With Halloween right around the corner, you are probably getting ready to carve pumpkins with your family and/or friends. If you were thinking about skipping out on the carving and getting a jack-o-lantern that you plug in the wall instead, think again. Not only do you get to have fun while carving pumpkins, you can also get some nutritional benefits from the scraps.

Here is the quick nutrition run down on pumpkins: they contain the antioxidant beta-carotene, they are packed with fiber (about 20% of your DRI), they are rich in potassium and vitamin C, and the seeds contain many essential minerals you need. Basically, eating pumpkins can keep your skin healthy, boost your immune system, help lower your blood pressure, increase your mood, and keep you regular. So why wouldn’t you eat them?

It is a common practice to roast the pumpkin seeds after you carve the pumpkin, but you get a LOT of seeds. So try to mix it up! Make a few different batches with different flavors. Go classic with some salt and pepper, naked with just enough oil so they do not stick to the pan, spicy with cayenne pepper, sweet with cinnamon and nutmeg, savory with lemon and thyme, tangy with ginger and orange, or cheesy with grated parmesan. Pumpkin seeds are a blank slate, and there are so many of them, you can experiment with whatever flavor you want! Just make sure to dry out the seeds first!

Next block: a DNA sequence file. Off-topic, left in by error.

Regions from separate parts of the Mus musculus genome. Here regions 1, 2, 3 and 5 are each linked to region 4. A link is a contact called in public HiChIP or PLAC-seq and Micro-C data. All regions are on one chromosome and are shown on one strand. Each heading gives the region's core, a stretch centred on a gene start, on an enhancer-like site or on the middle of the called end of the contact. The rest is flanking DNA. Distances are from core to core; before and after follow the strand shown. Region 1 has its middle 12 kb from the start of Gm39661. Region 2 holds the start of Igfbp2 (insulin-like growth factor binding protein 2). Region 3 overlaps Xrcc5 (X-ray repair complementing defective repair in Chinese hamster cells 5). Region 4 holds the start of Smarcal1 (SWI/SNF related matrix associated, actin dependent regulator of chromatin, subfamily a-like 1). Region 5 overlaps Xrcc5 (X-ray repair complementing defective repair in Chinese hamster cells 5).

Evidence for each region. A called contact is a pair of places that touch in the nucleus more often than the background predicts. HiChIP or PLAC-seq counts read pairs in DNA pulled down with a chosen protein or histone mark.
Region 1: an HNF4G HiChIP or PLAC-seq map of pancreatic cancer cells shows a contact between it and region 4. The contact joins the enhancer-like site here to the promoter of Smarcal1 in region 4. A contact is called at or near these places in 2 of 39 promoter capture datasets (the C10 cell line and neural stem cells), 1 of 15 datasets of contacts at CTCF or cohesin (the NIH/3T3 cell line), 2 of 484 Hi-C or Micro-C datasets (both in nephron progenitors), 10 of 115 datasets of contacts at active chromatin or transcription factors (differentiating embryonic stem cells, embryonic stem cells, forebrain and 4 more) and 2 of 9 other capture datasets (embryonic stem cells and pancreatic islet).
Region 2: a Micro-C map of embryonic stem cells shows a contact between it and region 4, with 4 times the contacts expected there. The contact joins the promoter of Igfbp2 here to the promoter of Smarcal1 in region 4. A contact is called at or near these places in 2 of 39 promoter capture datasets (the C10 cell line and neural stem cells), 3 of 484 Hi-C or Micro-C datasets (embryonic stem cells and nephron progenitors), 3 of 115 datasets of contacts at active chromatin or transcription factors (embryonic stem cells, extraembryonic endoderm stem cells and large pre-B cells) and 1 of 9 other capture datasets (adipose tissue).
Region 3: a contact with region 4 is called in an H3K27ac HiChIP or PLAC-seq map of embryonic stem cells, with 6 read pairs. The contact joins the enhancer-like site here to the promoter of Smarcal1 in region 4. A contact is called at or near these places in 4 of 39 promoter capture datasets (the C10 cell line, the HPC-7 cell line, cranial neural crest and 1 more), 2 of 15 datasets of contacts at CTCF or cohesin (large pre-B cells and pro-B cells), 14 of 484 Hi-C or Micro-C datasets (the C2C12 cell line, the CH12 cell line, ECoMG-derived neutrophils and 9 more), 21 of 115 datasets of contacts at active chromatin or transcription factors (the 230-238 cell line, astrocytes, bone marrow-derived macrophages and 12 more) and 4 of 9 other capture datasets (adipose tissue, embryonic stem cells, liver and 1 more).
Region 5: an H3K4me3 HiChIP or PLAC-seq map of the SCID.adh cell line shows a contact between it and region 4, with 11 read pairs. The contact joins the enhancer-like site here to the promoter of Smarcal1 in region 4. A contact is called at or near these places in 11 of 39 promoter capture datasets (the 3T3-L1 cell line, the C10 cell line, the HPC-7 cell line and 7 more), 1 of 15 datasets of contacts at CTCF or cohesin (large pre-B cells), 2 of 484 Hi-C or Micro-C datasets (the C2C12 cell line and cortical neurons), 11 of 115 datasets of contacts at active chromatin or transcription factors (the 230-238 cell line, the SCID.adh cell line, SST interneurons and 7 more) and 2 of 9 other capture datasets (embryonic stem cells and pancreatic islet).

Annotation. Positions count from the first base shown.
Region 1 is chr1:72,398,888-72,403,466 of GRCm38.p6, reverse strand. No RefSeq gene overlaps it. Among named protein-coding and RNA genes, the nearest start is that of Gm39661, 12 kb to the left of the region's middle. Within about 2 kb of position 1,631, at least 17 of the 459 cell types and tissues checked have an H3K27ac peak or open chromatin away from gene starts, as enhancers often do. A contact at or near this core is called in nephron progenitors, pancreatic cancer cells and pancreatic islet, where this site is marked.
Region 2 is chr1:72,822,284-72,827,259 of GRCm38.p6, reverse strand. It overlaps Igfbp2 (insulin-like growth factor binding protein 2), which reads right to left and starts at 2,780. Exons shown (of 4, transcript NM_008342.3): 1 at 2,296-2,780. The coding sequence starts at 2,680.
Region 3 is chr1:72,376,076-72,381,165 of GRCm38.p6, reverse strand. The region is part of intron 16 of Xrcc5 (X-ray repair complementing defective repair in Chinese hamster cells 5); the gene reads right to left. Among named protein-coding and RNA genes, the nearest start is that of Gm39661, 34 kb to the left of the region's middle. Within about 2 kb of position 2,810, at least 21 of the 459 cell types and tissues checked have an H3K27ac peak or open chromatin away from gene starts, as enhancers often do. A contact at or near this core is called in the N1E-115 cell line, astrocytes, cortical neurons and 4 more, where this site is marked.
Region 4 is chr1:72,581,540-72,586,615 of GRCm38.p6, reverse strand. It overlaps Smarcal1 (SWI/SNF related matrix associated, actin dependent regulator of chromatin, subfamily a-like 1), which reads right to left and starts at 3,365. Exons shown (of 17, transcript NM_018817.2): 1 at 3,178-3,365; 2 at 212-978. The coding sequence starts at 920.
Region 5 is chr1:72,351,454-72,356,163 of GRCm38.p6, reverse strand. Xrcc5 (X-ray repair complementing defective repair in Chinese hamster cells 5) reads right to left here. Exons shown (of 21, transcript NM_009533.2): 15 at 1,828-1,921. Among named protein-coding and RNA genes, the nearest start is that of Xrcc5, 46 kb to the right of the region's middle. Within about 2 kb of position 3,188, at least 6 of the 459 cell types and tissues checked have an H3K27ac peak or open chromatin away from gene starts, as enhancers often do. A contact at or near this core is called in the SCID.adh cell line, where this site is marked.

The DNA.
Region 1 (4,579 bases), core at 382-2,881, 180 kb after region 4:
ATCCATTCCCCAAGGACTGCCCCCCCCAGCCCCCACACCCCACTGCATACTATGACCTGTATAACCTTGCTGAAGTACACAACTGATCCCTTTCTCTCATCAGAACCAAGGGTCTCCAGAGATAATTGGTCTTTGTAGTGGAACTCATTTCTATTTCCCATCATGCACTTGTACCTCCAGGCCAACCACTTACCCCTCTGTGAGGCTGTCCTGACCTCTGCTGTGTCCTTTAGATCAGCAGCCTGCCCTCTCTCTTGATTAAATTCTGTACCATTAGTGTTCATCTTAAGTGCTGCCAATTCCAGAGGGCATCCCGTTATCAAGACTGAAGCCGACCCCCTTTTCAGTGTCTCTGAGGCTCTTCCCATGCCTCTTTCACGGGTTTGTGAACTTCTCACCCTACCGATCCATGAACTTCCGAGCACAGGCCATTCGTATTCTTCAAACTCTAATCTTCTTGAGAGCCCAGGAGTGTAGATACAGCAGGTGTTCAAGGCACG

Now comes the uncommon part. Save all the scraps from the pumpkins (within reason) for your own culinary benefit. We love to drink pumpkin spice lattes and smell pumpkin spice air fresheners, so why not eat it too? Pumpkin freezes beautifully, so you can even save some scraps for later if you have too much. Here are some alkaline ways to incorporate pumpkin into your meals.

Pumpkin puree: cover the scraps of pumpkin in tin foil, and bake at 325 in the oven with the foil side up. Scoop the pumpkin meat off the skin and run it through the blender. This is a great base for a creamy soup without the need for cream! You can also make pumpkin pancakes, ravioli, or even put it in your smoothie.

Roasted pumpkin: cut the scraps of pumpkin into small chunks, removing the skin. Drizzle with olive oil and roast in the oven on 375 until slightly brown. Roasted pumpkin is great for a fall salad (topped with your roasted seeds), tossed on a homemade pizza, or put in stew or chili.

Grilled pumpkin: leaving the skin on, cut the pumpkin into long, thin pieces. Coat with a little olive oil and throw them on the grill. You can make your own light garlic herb sauce with vinegar to pour over the wedges for a different flavor. This would make a great side dish and would also pair well with other vegetables such as onions, shallots, greens, or mushrooms.

Pumpkin butter: replace your everyday condiments with homemade pumpkin butter! Pumpkin is already sweet and slightly buttery, so there is no need to add a ton of additional butter and sugar. Spread it on toast, sandwiches, or smear it on your chicken breasts for a little something extra!

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